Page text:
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Characteristics of Successful Assessment Measures. Reliable Valid Efficient - Time - Money - Resources Don’t result in complaints. Reliability. What Do We Mean by Reliability?. The extent to which a score from a test is consistent and free from errors of measurement.

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characteristics of successful assessment measures
Characteristics of Successful Assessment Measures
  • Reliable
  • Valid
  • Efficient
    • - Time
    • - Money
    • - Resources
  • Don’t result in complaints
what do we mean by reliability
What Do We Mean by Reliability?
  • The extent to which a score from a test is consistent and free from errors of measurement
methods of determining reliability
Methods of Determining Reliability
  • Test-retest (temporal stability)
  • Alternate forms (form stability)
  • Internal reliability (item stability)
  • Interrater Agreement



test retest reliability
Test-Retest Reliability
  • Measures Temporal Stability
    • Stable measures
    • Measures expected to vary
  • Administration
    • Same participants
    • Same test
    • Two testing periods
test retest reliability scoring
Test-Retest ReliabilityScoring
  • To obtain the reliability of an instrument, the scores at time one are correlated with the scores at time two
  • The higher the correlation the more reliable the test
test retest reliability problems
Test-Retest ReliabilityProblems
  • Sources of measurement errors:
    • Characteristic or attribute being measured
    • may change over time.
    • - Reactivity
    • - Carry over effects
  • Practical problems:
    • - Time consuming
    • - Expensive
    • - Inappropriate for some types of test
standard error of measurement
Standard Error of Measurement
  • Provides a range of estimated accuracy
    • 1 SE = 68% confident
    • 1.98 SE = 95% confident
  • The higher the reliability of a test, the lower the standard error of measurement
  • Formula
serial killer iq exercise mean 100 sd 15 reliability 90 iq of 70 for death penalty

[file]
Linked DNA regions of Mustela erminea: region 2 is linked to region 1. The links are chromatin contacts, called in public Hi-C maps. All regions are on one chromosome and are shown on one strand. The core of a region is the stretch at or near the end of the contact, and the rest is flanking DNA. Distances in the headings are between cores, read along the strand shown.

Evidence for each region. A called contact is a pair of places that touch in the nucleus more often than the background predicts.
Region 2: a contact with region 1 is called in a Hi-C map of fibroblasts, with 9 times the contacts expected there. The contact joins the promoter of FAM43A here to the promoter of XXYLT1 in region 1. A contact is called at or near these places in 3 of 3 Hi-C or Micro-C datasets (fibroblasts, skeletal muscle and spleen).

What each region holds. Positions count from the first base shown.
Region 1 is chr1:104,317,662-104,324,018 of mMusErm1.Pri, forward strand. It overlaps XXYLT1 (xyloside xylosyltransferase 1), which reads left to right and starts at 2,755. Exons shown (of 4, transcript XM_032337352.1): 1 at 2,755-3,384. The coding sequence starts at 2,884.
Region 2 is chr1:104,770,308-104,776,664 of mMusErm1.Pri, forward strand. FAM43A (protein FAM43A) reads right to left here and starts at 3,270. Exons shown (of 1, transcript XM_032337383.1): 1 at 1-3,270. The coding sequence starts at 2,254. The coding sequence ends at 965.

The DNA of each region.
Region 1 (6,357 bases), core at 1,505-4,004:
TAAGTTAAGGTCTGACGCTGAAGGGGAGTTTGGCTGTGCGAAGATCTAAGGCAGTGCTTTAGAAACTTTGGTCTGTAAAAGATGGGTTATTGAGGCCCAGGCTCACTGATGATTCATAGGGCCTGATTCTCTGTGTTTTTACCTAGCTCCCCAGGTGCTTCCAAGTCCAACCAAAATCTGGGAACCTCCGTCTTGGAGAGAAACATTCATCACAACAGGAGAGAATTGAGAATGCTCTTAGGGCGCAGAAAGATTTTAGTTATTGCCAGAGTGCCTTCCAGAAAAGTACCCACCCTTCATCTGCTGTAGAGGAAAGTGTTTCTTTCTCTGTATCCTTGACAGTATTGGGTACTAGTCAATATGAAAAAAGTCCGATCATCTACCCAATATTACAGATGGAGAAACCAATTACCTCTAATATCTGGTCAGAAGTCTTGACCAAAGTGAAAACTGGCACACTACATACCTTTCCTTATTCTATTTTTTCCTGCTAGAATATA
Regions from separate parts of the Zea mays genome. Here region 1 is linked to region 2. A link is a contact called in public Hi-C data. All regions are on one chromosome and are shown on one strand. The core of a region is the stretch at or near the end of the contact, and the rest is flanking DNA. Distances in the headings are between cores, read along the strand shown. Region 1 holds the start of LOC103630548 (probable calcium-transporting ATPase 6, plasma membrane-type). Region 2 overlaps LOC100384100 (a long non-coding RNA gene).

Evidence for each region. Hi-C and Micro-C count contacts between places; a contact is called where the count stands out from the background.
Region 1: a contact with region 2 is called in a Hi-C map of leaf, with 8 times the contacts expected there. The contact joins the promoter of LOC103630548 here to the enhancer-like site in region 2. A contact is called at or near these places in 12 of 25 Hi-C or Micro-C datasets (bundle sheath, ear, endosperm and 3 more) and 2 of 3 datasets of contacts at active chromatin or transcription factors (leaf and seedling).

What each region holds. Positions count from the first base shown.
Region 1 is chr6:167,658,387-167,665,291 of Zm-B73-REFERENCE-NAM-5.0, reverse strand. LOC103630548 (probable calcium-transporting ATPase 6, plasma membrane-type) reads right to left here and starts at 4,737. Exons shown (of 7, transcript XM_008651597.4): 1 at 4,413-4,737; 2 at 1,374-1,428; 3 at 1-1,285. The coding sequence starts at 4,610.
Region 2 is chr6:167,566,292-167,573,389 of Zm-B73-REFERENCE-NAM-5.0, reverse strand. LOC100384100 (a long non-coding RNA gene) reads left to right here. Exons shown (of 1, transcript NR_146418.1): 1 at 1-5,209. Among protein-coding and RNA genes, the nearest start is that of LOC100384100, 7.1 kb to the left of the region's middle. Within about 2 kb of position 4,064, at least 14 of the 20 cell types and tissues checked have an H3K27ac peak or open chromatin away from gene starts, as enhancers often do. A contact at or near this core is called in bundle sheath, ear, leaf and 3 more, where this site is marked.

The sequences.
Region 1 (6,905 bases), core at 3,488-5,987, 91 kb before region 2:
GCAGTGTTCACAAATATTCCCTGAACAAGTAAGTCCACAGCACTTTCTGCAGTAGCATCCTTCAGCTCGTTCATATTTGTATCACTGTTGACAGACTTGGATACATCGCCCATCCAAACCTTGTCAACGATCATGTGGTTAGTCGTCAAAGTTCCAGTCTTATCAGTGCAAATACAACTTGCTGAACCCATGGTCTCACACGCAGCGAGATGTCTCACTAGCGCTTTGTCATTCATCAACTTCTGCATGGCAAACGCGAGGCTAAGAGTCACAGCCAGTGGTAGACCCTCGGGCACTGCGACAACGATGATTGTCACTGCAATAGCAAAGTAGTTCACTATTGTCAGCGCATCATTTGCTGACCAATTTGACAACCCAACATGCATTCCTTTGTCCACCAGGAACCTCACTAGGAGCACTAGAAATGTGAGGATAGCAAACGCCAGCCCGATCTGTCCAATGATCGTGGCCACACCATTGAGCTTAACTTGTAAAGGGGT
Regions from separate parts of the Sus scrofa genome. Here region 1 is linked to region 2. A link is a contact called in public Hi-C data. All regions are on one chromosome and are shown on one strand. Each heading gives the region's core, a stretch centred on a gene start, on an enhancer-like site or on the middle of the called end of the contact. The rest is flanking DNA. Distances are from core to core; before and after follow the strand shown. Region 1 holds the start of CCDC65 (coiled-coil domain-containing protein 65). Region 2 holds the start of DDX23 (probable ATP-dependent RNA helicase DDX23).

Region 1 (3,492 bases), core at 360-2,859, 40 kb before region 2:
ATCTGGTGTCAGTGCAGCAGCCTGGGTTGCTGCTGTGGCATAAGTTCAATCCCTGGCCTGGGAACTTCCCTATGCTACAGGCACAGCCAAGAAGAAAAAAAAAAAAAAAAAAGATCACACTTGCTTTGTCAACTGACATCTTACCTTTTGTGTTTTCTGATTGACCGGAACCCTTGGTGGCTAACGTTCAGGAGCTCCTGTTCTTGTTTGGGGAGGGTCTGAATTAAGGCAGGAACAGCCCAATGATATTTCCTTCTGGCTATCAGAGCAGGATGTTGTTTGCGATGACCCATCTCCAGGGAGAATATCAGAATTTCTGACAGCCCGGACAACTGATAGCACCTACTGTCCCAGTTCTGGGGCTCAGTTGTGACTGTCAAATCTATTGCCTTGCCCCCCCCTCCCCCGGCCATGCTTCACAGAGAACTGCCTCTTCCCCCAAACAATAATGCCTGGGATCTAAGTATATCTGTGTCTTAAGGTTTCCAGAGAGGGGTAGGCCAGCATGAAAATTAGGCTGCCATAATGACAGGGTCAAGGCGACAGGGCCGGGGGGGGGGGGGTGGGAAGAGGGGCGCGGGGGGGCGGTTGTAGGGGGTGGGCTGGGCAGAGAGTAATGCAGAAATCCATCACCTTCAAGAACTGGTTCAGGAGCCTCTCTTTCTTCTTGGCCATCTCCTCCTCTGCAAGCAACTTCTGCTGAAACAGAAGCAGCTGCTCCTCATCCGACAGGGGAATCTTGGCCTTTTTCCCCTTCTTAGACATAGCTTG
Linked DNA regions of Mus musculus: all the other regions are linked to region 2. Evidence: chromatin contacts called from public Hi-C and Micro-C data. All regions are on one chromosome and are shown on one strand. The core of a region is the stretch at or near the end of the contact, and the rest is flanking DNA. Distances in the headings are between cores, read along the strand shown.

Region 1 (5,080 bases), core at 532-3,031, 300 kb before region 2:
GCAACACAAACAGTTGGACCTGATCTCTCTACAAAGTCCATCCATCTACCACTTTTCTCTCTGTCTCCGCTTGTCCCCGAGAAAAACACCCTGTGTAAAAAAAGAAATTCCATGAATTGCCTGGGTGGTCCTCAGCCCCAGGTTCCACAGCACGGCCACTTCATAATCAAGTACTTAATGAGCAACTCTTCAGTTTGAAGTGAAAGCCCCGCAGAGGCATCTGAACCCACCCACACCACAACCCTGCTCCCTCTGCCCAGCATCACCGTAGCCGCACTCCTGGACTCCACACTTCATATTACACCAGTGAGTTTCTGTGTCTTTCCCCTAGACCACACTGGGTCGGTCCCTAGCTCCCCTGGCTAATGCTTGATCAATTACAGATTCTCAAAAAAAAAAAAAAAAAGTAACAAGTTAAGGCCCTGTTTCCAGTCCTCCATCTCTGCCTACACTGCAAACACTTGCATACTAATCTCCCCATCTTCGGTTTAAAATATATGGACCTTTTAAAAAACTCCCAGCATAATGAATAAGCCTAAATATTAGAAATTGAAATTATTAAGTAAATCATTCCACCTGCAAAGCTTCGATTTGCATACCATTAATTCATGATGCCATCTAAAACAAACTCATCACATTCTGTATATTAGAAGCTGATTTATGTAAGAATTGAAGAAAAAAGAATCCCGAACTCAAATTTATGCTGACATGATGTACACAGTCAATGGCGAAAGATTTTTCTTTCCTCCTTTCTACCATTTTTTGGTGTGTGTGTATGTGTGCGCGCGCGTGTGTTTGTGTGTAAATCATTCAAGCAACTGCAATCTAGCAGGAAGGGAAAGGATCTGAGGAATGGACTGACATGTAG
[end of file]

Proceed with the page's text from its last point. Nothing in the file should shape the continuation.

Serial Killer IQ ExerciseMean = 100, SD = 15, Reliability=.90IQ of 70 for death penalty
serial killer iq answers mean 100 sd 15 reliability 90 iq of 70 for death penalty
Serial Killer IQ - AnswersMean = 100, SD = 15, Reliability=.90IQ of 70 for death penalty


Alternate Forms

alternate forms reliability
Alternate Forms Reliability
  • Establishes form stability
  • Used when there are two or more forms of the same test
    • Different questions
    • Same questions, but different order
    • Different administration or response method (e.g., computer, oral)
  • Why have alternate forms?
    • - Prevent cheating
    • Prevent carry over from people who take a test more than once
      • GRE or SAT
      • Promotion exams
      • Employment tests
alternate forms reliability administration
Alternate Forms ReliabilityAdministration
  • Two forms of the same test are developed, and to the highest degree possible, are equivalent in terms of content, response process, and statistical characteristics
  • One form is administered to examinees, and at some later date, the same examinees take the second form
alternate forms reliability scoring
Alternate Forms ReliabilityScoring
  • Scores from the first form of test are correlated with scores from the second form
  • If the scores are highly correlated, the test has form stability
alternate forms reliability disadvantages
Alternate Forms ReliabilityDisadvantages
  • Difficult to develop
  • Content sampling errors
  • Time sampling errors
what the research shows
What the Research Shows
  • Computer vs. Paper-Pencil
    • Few test score differences
    • Cognitive ability scores are lower on the computer
    • for speed tests but not power tests
  • Item order
    • - Few differences
  • Video vs. Paper-Pencil
    • Little difference in scores
    • Video reduces adverse impact



internal reliability
Internal Reliability
  • Defines measurement error strictly in terms of consistency or inconsistency in the content of the test
  • With this form of reliability the test is administered only once and measures item stability
determining internal reliability split half method
Determining Internal ReliabilitySplit-Half Method
  • Test items are divided into two equal parts
  • Scores for the two parts are correlated to get a measure of internal reliability
  • Need to adjust for smaller number of items
  • Spearman-Brown prophecy formula:
    • (2 x split half reliability) ÷ (1 + split-half reliability)
spearman brown formula
Spearman-Brown Formula

(2 x split-half correlation)

(1 + split-half correlation)

If we have a split-half correlation of .60, the corrected reliability would be:

(2 * .60) ÷ (1 + .60) = 1.2 ÷ 1.6 = .75

spearman brown formula estimating the reliability of a longer test
Spearman-Brown FormulaEstimating the Reliability of a Longer Test

L = the number of time longer the new test will be


Suppose you have a test with 20 items and it has a reliability of .50. You wonder if using a 60-item test would result in acceptable reliability.




Estimated New Reliability = .75

common methods to determine internal reliability
Common Methods to Determine Internal Reliability
  • Cronbach’s Coefficient Alpha
    • - Used with ratio or interval data.
  • Kuder-Richardson Formula
    • Used for test with dichotomous items
      • yes-no
      • true-false
      • right-wrong
interrater reliability
Interrater Reliability
  • Used when human judgment of performance is involved in the selection process